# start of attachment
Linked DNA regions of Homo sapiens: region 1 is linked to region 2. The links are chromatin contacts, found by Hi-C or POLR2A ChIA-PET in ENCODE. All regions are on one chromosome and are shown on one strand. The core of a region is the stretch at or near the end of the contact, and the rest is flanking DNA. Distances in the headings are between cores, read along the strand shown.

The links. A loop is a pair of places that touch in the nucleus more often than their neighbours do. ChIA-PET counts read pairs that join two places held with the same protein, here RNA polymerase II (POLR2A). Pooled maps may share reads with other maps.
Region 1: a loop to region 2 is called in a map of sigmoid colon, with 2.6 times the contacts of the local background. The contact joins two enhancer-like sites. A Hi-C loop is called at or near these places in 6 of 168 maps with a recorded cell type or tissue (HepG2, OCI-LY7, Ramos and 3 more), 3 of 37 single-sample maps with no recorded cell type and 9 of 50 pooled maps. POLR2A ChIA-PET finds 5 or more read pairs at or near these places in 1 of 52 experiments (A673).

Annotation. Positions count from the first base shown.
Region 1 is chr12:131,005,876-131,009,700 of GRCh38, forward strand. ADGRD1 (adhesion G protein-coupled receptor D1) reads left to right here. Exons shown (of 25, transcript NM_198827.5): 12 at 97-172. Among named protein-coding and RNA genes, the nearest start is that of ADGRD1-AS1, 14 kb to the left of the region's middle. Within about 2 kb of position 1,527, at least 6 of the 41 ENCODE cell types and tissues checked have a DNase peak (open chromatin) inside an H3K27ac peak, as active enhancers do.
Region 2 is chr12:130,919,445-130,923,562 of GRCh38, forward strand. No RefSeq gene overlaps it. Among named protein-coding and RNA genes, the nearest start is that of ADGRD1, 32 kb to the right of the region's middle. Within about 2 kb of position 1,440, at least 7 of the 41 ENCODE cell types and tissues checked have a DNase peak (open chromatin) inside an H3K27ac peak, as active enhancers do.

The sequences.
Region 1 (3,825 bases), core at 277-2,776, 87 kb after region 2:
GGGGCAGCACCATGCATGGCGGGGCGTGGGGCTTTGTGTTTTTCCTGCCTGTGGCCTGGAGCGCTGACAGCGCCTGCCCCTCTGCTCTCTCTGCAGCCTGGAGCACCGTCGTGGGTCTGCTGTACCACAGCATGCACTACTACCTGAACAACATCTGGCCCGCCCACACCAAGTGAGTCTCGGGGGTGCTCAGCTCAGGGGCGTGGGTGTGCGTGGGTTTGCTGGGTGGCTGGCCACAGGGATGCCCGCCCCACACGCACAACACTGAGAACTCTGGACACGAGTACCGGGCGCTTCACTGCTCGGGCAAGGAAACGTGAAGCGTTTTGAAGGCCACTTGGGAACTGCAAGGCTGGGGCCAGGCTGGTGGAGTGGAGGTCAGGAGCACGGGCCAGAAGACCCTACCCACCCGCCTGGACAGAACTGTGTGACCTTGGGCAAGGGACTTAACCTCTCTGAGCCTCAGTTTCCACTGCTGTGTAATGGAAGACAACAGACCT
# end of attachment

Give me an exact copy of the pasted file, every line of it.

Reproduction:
Linked DNA regions of Homo sapiens: region 1 is linked to region 2. The links are chromatin contacts, found by Hi-C or POLR2A ChIA-PET in ENCODE. All regions are on one chromosome and are shown on one strand. The core of a region is the stretch at or near the end of the contact, and the rest is flanking DNA. Distances in the headings are between cores, read along the strand shown.

The links. A loop is a pair of places that touch in the nucleus more often than their neighbours do. ChIA-PET counts read pairs that join two places held with the same protein, here RNA polymerase II (POLR2A). Pooled maps may share reads with other maps.
Region 1: a loop to region 2 is called in a map of sigmoid colon, with 2.6 times the contacts of the local background. The contact joins two enhancer-like sites. A Hi-C loop is called at or near these places in 6 of 168 maps with a recorded cell type or tissue (HepG2, OCI-LY7, Ramos and 3 more), 3 of 37 single-sample maps with no recorded cell type and 9 of 50 pooled maps. POLR2A ChIA-PET finds 5 or more read pairs at or near these places in 1 of 52 experiments (A673).

Annotation. Positions count from the first base shown.
Region 1 is chr12:131,005,876-131,009,700 of GRCh38, forward strand. ADGRD1 (adhesion G protein-coupled receptor D1) reads left to right here. Exons shown (of 25, transcript NM_198827.5): 12 at 97-172. Among named protein-coding and RNA genes, the nearest start is that of ADGRD1-AS1, 14 kb to the left of the region's middle. Within about 2 kb of position 1,527, at least 6 of the 41 ENCODE cell types and tissues checked have a DNase peak (open chromatin) inside an H3K27ac peak, as active enhancers do.
Region 2 is chr12:130,919,445-130,923,562 of GRCh38, forward strand. No RefSeq gene overlaps it. Among named protein-coding and RNA genes, the nearest start is that of ADGRD1, 32 kb to the right of the region's middle. Within about 2 kb of position 1,440, at least 7 of the 41 ENCODE cell types and tissues checked have a DNase peak (open chromatin) inside an H3K27ac peak, as active enhancers do.

The sequences.
Region 1 (3,825 bases), core at 277-2,776, 87 kb after region 2:
GGGGCAGCACCATGCATGGCGGGGCGTGGGGCTTTGTGTTTTTCCTGCCTGTGGCCTGGAGCGCTGACAGCGCCTGCCCCTCTGCTCTCTCTGCAGCCTGGAGCACCGTCGTGGGTCTGCTGTACCACAGCATGCACTACTACCTGAACAACATCTGGCCCGCCCACACCAAGTGAGTCTCGGGGGTGCTCAGCTCAGGGGCGTGGGTGTGCGTGGGTTTGCTGGGTGGCTGGCCACAGGGATGCCCGCCCCACACGCACAACACTGAGAACTCTGGACACGAGTACCGGGCGCTTCACTGCTCGGGCAAGGAAACGTGAAGCGTTTTGAAGGCCACTTGGGAACTGCAAGGCTGGGGCCAGGCTGGTGGAGTGGAGGTCAGGAGCACGGGCCAGAAGACCCTACCCACCCGCCTGGACAGAACTGTGTGACCTTGGGCAAGGGACTTAACCTCTCTGAGCCTCAGTTTCCACTGCTGTGTAATGGAAGACAACAGACCT